Disclaimer: I can't stake claim on the characters from the television show Roswell. They belong to people who never appreciated them anyway. Title comes from a Pink Floyd song.
Summary: Imagine a world where Liz never old Maria and Alex the secret.
Author's Note(s): This fic is a way to work out my pain. It's about pain and sadness and anger. It's about losing a friend who's still alive.
*** Comfortably Numb 1/1
I watch them together from my lunch table in the quad, hunched over their table talking amongst themselves secretively, casting suspicious glances every which way. As if someone other than me is staring at them. My eyes linger on the brunette for a few more minutes before turning away with a mixture of sadness and anger making up my facial expression.
The person who sits at that other table, I don't even know anymore, and it makes me sad to think that. The person who sits across the quad, hunched over the lunch table and talking secretively is a stranger to me now and it saddens me to realize that someone who was so much a part of me and my identity is no longer someone I can say that I know. For years, we had been the best of friends, practically inseparable. Someone had once said we were married to each other, and our own respective parents said that we were glued at the hip. We had cried together, comforted each other, laughed with each other and now we don't.
It tore me up inside to see us drifting apart, and I had voiced how much it hurt on many occasions. But there was nothing I could do. I can't make someone hear something that they don't want to. I blame them to be honest with you. They have sucked my friend into something and I don't know what, but I've always wanted to find out. He says to leave it alone that there's nothing we can do about it and that it's part of life for people to change. But I can't fathom someone changing so much in a year that they're completely unrecognizable to me.
I sat there and watched as my best friend went out and made new friends, leaving me behind in her dust. It all started when we were sophomores. That was when I first felt the gentle breeze blow between us. It blew across the distance and chilled my bones as if we were entering a place of eternal winter. Now, we're so deep in that place that it blows like a blizzard. So hard that I can't even see a thread of the friendship that we once shared.
Alex told me that when people go through something like that, when they come so close to losing their life and to dying, that it can change a person. He says that we just have to accept it and move on, because there isn't anything that we can do about it, no matter how much we want to we can't. He cares, even though he tries to pretend that he doesn't, I know he does. He's held me in his arms while my tear ducts were open like a leaky faucet and dripping onto his hooded sweat shirt, all the while trying to pretend that he didn't want to cry too.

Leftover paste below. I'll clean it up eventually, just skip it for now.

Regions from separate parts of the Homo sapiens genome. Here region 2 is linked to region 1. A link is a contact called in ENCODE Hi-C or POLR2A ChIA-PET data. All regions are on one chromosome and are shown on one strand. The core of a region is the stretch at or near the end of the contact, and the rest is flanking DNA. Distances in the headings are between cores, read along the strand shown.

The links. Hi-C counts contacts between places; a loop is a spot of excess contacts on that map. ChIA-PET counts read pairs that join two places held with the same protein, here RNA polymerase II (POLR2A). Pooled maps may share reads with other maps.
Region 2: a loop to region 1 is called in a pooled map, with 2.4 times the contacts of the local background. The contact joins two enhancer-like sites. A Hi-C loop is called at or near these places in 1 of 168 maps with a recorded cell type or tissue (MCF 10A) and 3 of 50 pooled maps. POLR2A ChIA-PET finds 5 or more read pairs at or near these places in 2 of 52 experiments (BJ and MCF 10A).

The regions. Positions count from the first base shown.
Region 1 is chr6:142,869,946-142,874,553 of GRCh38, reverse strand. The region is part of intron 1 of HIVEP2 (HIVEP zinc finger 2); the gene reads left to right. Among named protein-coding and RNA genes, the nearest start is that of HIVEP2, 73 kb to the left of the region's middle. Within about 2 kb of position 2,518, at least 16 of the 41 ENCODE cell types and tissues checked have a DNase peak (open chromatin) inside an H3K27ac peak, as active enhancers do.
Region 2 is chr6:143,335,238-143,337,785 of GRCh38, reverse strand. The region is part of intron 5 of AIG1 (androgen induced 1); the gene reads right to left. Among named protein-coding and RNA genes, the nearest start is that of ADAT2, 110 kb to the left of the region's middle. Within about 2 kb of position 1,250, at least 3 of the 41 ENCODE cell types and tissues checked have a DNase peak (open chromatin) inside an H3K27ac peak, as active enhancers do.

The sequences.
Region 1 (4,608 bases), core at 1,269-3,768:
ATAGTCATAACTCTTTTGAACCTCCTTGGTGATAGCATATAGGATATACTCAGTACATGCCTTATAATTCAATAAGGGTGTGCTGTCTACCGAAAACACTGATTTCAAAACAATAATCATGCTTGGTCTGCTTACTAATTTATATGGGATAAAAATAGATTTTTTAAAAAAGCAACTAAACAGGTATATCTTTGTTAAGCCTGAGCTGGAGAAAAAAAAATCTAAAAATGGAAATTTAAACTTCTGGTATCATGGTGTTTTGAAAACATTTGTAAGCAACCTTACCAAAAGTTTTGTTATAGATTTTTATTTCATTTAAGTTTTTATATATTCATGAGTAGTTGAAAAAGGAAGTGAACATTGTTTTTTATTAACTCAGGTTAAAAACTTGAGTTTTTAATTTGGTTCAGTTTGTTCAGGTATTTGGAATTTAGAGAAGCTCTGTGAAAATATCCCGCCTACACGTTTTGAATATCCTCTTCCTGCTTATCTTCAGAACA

It probably would have been better if she had died that day in September, to be honest. It would probably hurt us less. To know that our friend is dead to us but somewhere out there, watching over us, smiling down on all we do, and guiding us toward the right decision and keeping us safe . . . it seems so much better than knowing that she's out there alive and well. Living a new life that we aren't apart of, with her new friends that don't acknowledge us, and a new side of herself that we've never seen.
These days when Mr. Parker asks me why his A plus daughter has suddenly become a C student, it's barely a lie when I tell him I don't know. These days when Mrs. Parker sees me outside the restaurant and asks me why I don't come visit anymore, it's not even a lie when I tell her I don't know. These days I don't know a lot. I don't know where Liz disappears to when she cuts class, or where she is when she doesn't come home and Mrs. Parker calls me frantically asking me if I've seen Liz, or if I know where she is or where she might be. These days when Sheriff Valenti stops by my house to ask me whether or not I've seen Liz and tells me that she's been missing for three days, I can't offer any information. I can't tell him that I saw her yesterday, or that I talked to her an hour ago, or that she's not missing she's in my room. I can't tell him that I know where she is or who she's with, or why she's run away this time. He accepts it and doesn't seem too worried, which leads me to believe that he knows more than I do. Maybe he does? These days it's just us, Maria Deluca and Alex C. Whitman. These days, I'm numb to all things Liz Parker. These days I'm comfortable being by myself, and hanging out with Alex. I'm comfortable with the void on my couch where Liz should be but isn't. These days, I'm comfortably numb.
[ edited 5 time(s), last at 17-Sep-2002 4:29:00 PM ]